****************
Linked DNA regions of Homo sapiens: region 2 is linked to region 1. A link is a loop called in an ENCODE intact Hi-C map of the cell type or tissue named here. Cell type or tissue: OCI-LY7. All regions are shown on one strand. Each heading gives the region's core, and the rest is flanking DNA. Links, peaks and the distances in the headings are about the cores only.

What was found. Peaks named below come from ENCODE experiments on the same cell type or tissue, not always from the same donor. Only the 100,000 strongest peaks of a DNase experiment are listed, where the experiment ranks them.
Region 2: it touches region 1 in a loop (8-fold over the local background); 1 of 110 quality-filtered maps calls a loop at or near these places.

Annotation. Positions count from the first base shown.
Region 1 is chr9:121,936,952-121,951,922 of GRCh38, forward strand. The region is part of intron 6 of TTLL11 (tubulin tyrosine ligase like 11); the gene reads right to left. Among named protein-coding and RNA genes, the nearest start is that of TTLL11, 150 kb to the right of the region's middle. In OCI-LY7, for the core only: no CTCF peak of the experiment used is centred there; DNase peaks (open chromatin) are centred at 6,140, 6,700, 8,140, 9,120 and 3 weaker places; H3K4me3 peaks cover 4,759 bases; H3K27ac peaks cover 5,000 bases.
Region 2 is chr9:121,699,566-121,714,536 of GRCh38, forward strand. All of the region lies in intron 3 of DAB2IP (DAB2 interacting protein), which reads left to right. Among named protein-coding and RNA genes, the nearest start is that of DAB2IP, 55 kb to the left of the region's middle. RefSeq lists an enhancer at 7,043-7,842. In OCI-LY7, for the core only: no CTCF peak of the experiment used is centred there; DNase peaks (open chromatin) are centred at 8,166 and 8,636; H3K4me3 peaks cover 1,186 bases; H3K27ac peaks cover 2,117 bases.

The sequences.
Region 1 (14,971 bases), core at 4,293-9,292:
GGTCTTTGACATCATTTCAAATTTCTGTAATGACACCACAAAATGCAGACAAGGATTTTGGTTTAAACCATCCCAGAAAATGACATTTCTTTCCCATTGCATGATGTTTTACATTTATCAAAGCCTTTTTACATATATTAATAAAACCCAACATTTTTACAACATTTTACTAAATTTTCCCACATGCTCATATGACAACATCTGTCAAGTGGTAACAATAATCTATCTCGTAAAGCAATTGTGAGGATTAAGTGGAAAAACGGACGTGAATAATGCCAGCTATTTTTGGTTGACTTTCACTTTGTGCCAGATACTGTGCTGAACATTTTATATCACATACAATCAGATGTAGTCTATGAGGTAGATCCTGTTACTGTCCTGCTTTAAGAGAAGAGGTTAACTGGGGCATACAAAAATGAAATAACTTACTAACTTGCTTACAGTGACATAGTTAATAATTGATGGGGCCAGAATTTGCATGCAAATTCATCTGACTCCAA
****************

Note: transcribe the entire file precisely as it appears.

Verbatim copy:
Linked DNA regions of Homo sapiens: region 2 is linked to region 1. A link is a loop called in an ENCODE intact Hi-C map of the cell type or tissue named here. Cell type or tissue: OCI-LY7. All regions are shown on one strand. Each heading gives the region's core, and the rest is flanking DNA. Links, peaks and the distances in the headings are about the cores only.

What was found. Peaks named below come from ENCODE experiments on the same cell type or tissue, not always from the same donor. Only the 100,000 strongest peaks of a DNase experiment are listed, where the experiment ranks them.
Region 2: it touches region 1 in a loop (8-fold over the local background); 1 of 110 quality-filtered maps calls a loop at or near these places.

Annotation. Positions count from the first base shown.
Region 1 is chr9:121,936,952-121,951,922 of GRCh38, forward strand. The region is part of intron 6 of TTLL11 (tubulin tyrosine ligase like 11); the gene reads right to left. Among named protein-coding and RNA genes, the nearest start is that of TTLL11, 150 kb to the right of the region's middle. In OCI-LY7, for the core only: no CTCF peak of the experiment used is centred there; DNase peaks (open chromatin) are centred at 6,140, 6,700, 8,140, 9,120 and 3 weaker places; H3K4me3 peaks cover 4,759 bases; H3K27ac peaks cover 5,000 bases.
Region 2 is chr9:121,699,566-121,714,536 of GRCh38, forward strand. All of the region lies in intron 3 of DAB2IP (DAB2 interacting protein), which reads left to right. Among named protein-coding and RNA genes, the nearest start is that of DAB2IP, 55 kb to the left of the region's middle. RefSeq lists an enhancer at 7,043-7,842. In OCI-LY7, for the core only: no CTCF peak of the experiment used is centred there; DNase peaks (open chromatin) are centred at 8,166 and 8,636; H3K4me3 peaks cover 1,186 bases; H3K27ac peaks cover 2,117 bases.

The sequences.
Region 1 (14,971 bases), core at 4,293-9,292:
GGTCTTTGACATCATTTCAAATTTCTGTAATGACACCACAAAATGCAGACAAGGATTTTGGTTTAAACCATCCCAGAAAATGACATTTCTTTCCCATTGCATGATGTTTTACATTTATCAAAGCCTTTTTACATATATTAATAAAACCCAACATTTTTACAACATTTTACTAAATTTTCCCACATGCTCATATGACAACATCTGTCAAGTGGTAACAATAATCTATCTCGTAAAGCAATTGTGAGGATTAAGTGGAAAAACGGACGTGAATAATGCCAGCTATTTTTGGTTGACTTTCACTTTGTGCCAGATACTGTGCTGAACATTTTATATCACATACAATCAGATGTAGTCTATGAGGTAGATCCTGTTACTGTCCTGCTTTAAGAGAAGAGGTTAACTGGGGCATACAAAAATGAAATAACTTACTAACTTGCTTACAGTGACATAGTTAATAATTGATGGGGCCAGAATTTGCATGCAAATTCATCTGACTCCAA